China banned ICOs this week and it is investigating platforms that facilitate them. Over in nearby Japan, one company is hatching an ambitious plan to offer a one-stop-service to let companies across the world take advantage of blockchain technology and IPOs. And all without violating financial regulations.
Tech Bureau currently helps companies with consultancy and a range of technical services, but it is preparing to introduce new platforms to cover nearly every aspect of the process of an ICO, also known as token sales, and chiefly that of raising capital.
The scope of ICO work will span developing the initial white paper (similar to a pre-IPO prospectus), to technical integrations, managing the sale process and even community management and marketing. On the technical side, it already operates its own “mijin” blockchain based on NEM protocol for developers for deployment and “Zaif” bitcoin exchange where coins are sold, so the final piece is facilitating the token sale itself.
The company this week announced that it has raised $15 million from Japan’s largest VC firm JAFCO to kickstart it plans. It previous raised $10 million. The money will be used to put the first building blocks in place, including hiring talent and opening at least four offices worldwide, to develop Japan’s first ICO platform, COMSA, and take advantage of the interest in bitcoin in the country and a boom in crypto currency funding that has already passed $1.7 billion this year.
COMSA will take a different approach to platforms like ICOage and ICO.info in China. The Chinese services were ideal for buyers, offering a one-stop solution to buying into ICOs, and companies selling tokens, since they could almost guarantee that a chunk of the token sale would come from China. With COMSA, Tech Bureau wants to be more selective and tie the sale process into its other services.
“We help implement token/blockchain tech to businesses in a way that businesses can add value to the tokens they issue,” CEO Takao Asayama told TechCrunch. “We will be a catalyst or I would say a conduit between the decentralized public blockchain world and the centralized, legit and working businesses.”
Asayama told TechCrunch that the platform could host 20-30 token sales before the end of next year, all of which will be with “legit and working businesses.” Four are slated to come this year, with crowdfunding site Campfire and public-listed Premium Water Holdings set to go first.
The first step of the process seems Tech Bureau help companies wanting to hold ICOs analyze how they can implement blockchain technology into their business, a critical factor that is often overlooked by the fact that companies can raise considerable amounts by token sales. A genuine integration is one factor that would be used to judge whether a token sale is legitimate, or not. Another — and the big crypto question, being asked by the SEC and other regulators worldwide — is whether the token on offer falls under securities law.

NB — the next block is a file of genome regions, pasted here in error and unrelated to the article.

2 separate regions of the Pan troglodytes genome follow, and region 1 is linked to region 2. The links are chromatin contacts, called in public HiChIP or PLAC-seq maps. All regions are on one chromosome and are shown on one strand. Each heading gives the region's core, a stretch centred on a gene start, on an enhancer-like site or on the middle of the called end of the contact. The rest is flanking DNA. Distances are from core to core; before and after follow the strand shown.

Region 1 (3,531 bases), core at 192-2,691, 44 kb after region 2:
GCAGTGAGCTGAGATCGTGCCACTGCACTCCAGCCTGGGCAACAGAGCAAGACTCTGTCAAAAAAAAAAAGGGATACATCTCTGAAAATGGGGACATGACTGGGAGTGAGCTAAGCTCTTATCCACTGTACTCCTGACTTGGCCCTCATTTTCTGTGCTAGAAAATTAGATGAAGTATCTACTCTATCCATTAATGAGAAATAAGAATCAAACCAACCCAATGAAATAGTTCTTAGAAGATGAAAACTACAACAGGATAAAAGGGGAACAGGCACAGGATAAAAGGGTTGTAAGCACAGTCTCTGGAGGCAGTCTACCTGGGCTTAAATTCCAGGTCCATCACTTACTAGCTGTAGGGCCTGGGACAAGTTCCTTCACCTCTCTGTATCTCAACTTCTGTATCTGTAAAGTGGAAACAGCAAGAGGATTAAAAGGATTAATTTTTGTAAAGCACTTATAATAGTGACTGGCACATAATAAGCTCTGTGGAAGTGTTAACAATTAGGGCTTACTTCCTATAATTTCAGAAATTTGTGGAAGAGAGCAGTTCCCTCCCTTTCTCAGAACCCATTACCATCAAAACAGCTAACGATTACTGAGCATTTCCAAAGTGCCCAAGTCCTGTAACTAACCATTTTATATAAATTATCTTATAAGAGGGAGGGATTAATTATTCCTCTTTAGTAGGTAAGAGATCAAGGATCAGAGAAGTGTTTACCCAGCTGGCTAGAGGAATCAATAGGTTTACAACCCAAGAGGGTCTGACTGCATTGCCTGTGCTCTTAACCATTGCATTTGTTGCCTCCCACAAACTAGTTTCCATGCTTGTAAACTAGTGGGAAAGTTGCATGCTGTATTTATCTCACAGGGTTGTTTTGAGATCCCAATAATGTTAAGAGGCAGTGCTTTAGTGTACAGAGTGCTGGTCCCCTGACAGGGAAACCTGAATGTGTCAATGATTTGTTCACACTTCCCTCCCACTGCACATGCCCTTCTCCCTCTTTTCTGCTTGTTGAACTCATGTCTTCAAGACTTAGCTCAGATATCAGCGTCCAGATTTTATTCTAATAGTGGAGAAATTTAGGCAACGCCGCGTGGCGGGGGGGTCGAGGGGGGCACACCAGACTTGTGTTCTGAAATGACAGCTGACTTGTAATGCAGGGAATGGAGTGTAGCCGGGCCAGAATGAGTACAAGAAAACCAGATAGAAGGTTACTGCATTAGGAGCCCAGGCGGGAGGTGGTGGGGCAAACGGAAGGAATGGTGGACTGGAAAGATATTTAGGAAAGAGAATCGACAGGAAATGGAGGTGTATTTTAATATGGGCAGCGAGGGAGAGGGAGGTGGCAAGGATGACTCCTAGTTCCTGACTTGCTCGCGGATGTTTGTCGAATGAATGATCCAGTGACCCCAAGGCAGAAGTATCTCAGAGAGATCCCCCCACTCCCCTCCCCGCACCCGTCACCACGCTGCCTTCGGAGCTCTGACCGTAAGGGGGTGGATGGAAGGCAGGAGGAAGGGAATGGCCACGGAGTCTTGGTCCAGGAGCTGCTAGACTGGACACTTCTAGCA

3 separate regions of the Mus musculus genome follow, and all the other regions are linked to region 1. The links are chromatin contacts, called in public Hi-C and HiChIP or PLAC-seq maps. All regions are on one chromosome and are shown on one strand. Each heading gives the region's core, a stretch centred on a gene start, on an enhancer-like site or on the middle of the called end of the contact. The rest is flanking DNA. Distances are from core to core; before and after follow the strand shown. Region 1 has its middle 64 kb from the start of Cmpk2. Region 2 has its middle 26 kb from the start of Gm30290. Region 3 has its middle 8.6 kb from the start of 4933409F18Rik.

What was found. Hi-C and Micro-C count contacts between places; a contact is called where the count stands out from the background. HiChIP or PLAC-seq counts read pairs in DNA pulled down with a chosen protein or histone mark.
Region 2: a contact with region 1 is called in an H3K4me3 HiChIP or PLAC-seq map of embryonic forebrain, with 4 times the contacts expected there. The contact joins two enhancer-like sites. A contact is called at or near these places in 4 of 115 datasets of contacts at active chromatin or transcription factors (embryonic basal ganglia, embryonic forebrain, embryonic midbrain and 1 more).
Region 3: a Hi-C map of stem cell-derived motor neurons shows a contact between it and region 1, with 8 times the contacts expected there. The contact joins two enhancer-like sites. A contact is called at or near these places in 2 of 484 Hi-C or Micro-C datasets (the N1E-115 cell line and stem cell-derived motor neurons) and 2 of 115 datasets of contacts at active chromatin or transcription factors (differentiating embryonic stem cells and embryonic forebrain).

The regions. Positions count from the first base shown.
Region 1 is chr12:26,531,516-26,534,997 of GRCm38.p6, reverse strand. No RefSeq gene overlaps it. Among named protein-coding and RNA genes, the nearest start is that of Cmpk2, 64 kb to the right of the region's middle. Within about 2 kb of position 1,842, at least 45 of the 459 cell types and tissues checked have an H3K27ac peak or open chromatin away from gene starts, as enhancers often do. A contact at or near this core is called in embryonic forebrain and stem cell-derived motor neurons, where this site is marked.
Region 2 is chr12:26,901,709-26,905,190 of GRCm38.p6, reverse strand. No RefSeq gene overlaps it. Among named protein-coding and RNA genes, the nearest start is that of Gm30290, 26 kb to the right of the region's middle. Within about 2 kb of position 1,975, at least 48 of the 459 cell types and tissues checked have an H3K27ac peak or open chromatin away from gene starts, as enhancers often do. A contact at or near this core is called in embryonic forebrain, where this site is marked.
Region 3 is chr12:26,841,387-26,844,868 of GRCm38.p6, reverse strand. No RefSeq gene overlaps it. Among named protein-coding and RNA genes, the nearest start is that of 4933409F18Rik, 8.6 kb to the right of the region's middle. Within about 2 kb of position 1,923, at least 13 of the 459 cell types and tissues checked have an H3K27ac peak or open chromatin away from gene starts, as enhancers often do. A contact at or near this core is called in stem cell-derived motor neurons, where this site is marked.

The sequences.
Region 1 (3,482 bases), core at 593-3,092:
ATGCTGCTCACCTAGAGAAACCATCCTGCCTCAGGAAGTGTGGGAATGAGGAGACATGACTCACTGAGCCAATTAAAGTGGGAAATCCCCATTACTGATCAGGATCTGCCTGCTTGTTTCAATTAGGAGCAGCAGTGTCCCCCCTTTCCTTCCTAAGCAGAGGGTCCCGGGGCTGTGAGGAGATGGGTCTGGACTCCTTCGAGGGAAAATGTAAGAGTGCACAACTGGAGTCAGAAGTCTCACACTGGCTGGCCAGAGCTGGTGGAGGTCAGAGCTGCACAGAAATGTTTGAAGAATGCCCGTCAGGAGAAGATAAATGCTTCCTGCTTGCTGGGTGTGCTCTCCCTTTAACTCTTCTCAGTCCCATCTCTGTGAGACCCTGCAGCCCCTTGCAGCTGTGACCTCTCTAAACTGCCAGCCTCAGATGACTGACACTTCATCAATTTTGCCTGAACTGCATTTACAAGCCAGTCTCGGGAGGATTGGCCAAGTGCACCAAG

On that subject, Japan has been fairly accommodating to bitcoin as an asset — it is accepted fairly widely by retailers — but, like most other countries, its position on ICOs is less clear, particularly if and when tokens fall under securities laws.
That doesn’t concern Tech Bureau, because the company does extensive diligence and already provides advice around whether a token sale structure might fall under the jurisdiction of financial regulators.
“As long as you handle only non-security tokens, it is ok,” explained Asayama. “Once it circulates in the market, it becomes virtual currency. We help implement token/blockchain tech to businesses that way they can add value to the tokens they issue.”
The plan is to take the model global — in terms of both token issuers and token buyers — and already 50 percent of inbound interest for ICO companies is from outside of Japan, Asayama said. Given the international scope, some level of risk management will be implemented with users. Those based in China, for one, are likely to be excluded from the COMSA platform.
While the platform is still being developed, Tech Bureau has already attracted 150,000 registered users who, once it is online, will be able to invest in ICOs hosted on COMSA. One key component to attracting that audience is COMSA’s own ICO.
Yes, of course the platform that will host ICOs is running its own ICO first!
Asayama said that the VC cash will go towards constructing the business, and hiring, but its own ICO will fund the development of the COMSA platform and other blockchain-based services that for integration
The plan is to raise $60 million via an initial $10 million pre-sale to major investors and then a $50 million sale to registered COMSA users. Asayama said more details would be released later this month. The token sale itself will run from October 2 to November 6, according to details on the dedicated website.
Token ownership will include a number of benefits, including decisive votes on potential COMSA projects.
“If there are some challenging businesses coming along with certain risk, we can take community vote, based on the number of our tokens they own. The community can decide if they want that business to go ICO or not,” Asayama explained.
Experts have warned that China’s ICO ban could allow other global markets to take the lead on token sales, and it looks like that’s exactly the objective here.
“With a foresighted approach, Japan appears to be taking the lead in managing the growth of the cryptocurrency industry. Major venture capital companies are pouring in money, and the industry is well on its way to becoming a major economic force,” said Lon Wong, President of the NEM.io Foundation which has collaborated with Tech Bureau.